sions.  Starting	with kernel 2.6.23, Linux adopted  an  algorithm  that
       causes  relative	differences in nice values to have a much stronger ef-
       fect.  This causes very low nice	values (+19) to	truly  provide	little
       CPU  to	a  process whenever there is any other higher priority load on
       the system, and makes high nice values (-20) deliver most of the	CPU to
       applications that require it (e.g., some	audio applications).

       The details on the condition for	EPERM depend on	the system.  The above
       description is what POSIX.1-2001	says, and seems	to be followed on  all
       System V-like  systems.	 Linux kernels before 2.6.12 required the real
       or effective user ID of the caller  to  match  the  real	 user  of  the
       process who (instead of its effective user ID).	Linux 2.6.12 and later
       require the effective user ID of	the caller to match the	real or	effec-
       tive  user  ID  of the process who.  All	BSD-like systems (SunOS	4.1.3,
       Ultrix 4.2, 4.3BSD, FreeBSD 4.3,	OpenBSD-2.5, ...) behave in  the  same
       manner as Linux 2.6.12 and later.

       The actual priority range varies	between	kernel versions.  Linux	before
       1.3.36 had -infinity..15.  Since	kernel 1.3.43,	Linux  has  the	 range
       -20..19.	 On some other systems,	the range of nice values is -20..20.

       Including _sys/time.h_ is not required these days, but increases	porta-
       bility.	(Indeed, _sys/resource.h_ defines the  rusage  structure  with
       fields of type struct timeval defined in	_sys/time.h_.)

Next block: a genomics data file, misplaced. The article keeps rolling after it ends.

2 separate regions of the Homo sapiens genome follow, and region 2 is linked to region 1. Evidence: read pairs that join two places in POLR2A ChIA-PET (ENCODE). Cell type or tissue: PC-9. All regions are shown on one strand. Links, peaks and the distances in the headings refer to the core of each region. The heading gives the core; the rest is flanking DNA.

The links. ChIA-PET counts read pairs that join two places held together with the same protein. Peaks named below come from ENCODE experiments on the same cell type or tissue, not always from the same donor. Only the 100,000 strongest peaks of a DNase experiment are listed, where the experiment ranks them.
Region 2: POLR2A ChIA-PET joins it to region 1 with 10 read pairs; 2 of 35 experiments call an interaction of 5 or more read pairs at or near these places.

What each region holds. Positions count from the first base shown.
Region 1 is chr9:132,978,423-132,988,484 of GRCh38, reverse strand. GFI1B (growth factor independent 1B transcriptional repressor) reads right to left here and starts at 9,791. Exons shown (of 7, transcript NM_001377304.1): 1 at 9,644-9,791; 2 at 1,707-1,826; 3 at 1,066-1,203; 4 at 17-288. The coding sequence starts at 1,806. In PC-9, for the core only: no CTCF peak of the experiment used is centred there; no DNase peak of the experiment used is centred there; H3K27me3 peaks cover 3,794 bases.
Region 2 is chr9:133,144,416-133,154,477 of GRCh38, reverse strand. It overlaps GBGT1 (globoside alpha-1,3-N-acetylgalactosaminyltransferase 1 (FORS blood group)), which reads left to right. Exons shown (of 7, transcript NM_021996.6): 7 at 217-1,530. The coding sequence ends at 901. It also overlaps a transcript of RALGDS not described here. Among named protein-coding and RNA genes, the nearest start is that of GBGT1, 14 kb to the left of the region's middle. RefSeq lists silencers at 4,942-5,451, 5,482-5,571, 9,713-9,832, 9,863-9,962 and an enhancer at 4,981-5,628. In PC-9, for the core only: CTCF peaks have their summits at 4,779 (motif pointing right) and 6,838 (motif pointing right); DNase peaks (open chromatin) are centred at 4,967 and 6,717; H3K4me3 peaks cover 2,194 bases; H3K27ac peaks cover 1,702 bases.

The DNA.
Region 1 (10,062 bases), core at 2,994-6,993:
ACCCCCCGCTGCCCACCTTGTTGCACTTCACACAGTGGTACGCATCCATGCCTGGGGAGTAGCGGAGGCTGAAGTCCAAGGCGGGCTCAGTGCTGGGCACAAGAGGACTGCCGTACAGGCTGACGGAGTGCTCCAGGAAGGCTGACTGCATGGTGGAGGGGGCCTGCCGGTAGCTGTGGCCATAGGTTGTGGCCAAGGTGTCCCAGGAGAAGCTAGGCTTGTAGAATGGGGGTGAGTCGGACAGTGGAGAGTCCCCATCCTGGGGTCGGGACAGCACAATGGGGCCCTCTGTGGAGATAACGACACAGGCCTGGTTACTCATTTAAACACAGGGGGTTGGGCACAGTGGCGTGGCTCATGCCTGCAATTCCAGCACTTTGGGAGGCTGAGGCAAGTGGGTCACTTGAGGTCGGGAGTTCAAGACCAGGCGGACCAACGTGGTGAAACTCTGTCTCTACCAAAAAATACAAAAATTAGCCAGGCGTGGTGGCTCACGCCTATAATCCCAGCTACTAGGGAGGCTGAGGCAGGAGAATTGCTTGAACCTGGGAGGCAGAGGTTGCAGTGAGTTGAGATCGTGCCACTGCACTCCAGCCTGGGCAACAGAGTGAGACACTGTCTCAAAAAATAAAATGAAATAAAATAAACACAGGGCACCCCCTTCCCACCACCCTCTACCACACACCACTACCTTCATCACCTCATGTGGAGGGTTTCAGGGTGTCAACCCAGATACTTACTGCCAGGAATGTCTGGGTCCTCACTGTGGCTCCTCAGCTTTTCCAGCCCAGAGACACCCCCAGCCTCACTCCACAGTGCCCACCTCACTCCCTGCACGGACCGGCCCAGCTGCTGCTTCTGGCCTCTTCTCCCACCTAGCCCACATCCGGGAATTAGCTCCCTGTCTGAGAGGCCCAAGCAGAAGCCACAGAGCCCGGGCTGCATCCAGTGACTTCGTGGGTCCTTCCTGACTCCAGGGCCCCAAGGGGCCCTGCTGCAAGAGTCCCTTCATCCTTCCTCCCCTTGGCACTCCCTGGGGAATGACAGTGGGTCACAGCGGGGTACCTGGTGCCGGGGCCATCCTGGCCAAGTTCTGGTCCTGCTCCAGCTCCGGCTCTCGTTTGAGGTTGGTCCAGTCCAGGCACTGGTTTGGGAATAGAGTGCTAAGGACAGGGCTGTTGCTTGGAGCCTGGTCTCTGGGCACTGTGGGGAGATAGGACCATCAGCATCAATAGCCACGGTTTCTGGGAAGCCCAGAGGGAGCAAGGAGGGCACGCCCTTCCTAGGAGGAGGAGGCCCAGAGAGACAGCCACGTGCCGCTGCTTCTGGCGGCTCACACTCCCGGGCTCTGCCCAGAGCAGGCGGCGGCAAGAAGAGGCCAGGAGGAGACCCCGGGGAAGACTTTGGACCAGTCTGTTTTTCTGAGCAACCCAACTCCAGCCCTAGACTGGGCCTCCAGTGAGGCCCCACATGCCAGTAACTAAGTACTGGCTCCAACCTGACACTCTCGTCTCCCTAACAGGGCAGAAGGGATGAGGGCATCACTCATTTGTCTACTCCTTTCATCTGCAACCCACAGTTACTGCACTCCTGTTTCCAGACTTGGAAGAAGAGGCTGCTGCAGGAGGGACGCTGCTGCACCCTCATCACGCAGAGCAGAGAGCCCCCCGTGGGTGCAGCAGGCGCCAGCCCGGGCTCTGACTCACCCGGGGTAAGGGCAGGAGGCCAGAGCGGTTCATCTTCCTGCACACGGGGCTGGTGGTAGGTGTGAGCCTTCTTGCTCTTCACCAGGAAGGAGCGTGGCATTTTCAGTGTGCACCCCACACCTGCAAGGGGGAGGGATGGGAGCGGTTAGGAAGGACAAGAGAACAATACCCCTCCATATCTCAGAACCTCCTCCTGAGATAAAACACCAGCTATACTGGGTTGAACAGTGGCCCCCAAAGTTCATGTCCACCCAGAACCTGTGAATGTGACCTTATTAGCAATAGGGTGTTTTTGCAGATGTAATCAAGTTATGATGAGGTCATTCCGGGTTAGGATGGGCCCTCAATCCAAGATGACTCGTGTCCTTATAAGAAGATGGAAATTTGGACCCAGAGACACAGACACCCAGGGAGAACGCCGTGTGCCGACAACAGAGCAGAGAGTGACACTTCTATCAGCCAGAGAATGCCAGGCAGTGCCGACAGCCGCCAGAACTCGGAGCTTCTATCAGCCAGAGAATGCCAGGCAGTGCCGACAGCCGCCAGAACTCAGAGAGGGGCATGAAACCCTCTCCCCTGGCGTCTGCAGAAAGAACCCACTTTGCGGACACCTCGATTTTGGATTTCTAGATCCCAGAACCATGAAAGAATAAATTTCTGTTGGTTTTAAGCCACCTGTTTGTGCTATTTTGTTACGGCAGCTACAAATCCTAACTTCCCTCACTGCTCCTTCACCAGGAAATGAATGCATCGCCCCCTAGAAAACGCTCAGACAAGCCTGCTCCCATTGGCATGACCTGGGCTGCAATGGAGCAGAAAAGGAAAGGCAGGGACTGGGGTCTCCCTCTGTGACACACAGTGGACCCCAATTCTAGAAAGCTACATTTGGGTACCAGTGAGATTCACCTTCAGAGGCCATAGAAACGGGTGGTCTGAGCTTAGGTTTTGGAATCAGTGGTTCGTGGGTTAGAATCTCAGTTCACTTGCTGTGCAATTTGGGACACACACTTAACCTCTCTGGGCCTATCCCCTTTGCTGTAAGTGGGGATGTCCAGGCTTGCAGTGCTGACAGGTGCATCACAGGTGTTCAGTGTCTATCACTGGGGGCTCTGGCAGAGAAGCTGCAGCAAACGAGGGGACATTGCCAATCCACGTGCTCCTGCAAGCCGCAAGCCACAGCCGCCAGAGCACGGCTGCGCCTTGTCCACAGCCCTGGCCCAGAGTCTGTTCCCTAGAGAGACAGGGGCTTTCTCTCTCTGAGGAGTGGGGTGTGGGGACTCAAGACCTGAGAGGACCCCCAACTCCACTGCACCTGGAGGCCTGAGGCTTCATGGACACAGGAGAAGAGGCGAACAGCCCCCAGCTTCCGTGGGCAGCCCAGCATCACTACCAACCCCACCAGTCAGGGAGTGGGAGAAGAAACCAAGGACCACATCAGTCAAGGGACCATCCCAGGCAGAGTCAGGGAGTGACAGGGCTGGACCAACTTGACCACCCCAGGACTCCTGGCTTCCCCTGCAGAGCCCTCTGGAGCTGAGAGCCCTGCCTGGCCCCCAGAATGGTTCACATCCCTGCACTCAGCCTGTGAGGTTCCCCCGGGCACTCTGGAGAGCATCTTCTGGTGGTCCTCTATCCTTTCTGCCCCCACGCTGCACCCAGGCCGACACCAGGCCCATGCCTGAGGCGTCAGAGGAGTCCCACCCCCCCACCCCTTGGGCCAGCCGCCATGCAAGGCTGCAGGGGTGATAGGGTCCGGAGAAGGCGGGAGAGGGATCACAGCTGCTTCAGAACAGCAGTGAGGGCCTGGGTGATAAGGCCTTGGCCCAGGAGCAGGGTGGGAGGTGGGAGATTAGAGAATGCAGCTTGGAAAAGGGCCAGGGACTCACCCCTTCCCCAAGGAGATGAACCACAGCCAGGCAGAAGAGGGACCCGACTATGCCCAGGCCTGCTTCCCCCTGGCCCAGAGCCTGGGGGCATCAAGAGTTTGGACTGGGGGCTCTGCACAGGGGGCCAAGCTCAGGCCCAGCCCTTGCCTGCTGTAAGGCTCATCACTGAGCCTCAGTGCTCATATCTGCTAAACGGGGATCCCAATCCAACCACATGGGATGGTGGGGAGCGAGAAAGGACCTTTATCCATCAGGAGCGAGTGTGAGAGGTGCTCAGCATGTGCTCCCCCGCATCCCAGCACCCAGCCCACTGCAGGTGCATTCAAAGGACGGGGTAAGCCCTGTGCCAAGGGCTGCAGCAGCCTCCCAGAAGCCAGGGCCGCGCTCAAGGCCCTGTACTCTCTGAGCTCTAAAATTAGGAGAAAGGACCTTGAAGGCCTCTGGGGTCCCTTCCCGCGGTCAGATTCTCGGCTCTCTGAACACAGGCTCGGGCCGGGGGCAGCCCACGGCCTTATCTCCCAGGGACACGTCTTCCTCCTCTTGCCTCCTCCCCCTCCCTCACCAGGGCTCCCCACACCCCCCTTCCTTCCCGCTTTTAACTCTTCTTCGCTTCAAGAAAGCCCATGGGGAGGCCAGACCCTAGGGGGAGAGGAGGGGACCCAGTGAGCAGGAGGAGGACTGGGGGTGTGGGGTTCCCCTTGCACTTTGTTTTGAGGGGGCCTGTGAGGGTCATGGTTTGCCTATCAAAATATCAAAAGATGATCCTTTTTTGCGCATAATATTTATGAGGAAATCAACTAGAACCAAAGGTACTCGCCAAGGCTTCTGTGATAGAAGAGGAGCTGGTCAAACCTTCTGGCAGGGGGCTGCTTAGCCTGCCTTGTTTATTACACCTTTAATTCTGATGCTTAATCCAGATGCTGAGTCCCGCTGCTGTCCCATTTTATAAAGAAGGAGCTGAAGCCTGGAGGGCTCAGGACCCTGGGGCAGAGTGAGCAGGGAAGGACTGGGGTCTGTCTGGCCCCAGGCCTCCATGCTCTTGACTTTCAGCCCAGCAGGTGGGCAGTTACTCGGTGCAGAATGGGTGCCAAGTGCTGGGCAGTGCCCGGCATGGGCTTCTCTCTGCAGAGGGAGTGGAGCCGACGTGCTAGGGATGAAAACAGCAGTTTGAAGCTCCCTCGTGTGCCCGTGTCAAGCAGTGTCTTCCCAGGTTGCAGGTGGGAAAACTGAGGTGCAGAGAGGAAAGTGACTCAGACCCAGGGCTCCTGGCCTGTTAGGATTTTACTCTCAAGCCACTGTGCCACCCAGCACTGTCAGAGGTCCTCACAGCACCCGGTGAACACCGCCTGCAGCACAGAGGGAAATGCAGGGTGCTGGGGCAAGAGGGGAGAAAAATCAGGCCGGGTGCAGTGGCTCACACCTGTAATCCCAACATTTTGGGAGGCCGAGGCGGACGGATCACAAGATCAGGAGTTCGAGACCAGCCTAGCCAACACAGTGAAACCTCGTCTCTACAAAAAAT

C library/kernel ABI	differences
       Within the kernel, nice values are actually represented using the range
       40..1 (since negative numbers are error codes) and these	are the	values
       employed	 by  the  setpriority()	 and  getpriority() system calls.  The
       glibc wrapper functions for these system	calls handle the  translations
       between	the user-land and kernel representations of the	nice value ac-
       cording to the formula unice = 20 - knice.  (Thus,  the	kernels	 40..1
       range corresponds to the	range -20..19 as seen by user space.)

       According  to POSIX, the	nice value is a	per-process setting.  However,
       under the current Linux/NPTL implementation of POSIX threads, the  nice
       value  is a per-thread attribute: different threads in the same process
       can have	different nice values.	Portable applications should avoid re-
       lying  on the Linux behavior, which may be made standards conformant in
       the future.

       nice(1),	renice(1), fork(2), capabilities(7), sched(7)

       Documentation/scheduler/sched-nice-design.txt  in  the	Linux	kernel
       source tree (since Linux	2.6.23)

       This  page  is  part of release 3.74 of the Linux man-pages project.  A
       description of the project, information about reporting bugs,  and  the
       latest	  version     of     this    page,    can    be	   found    at

Linux				  2014-08-19			GETPRIORITY(2)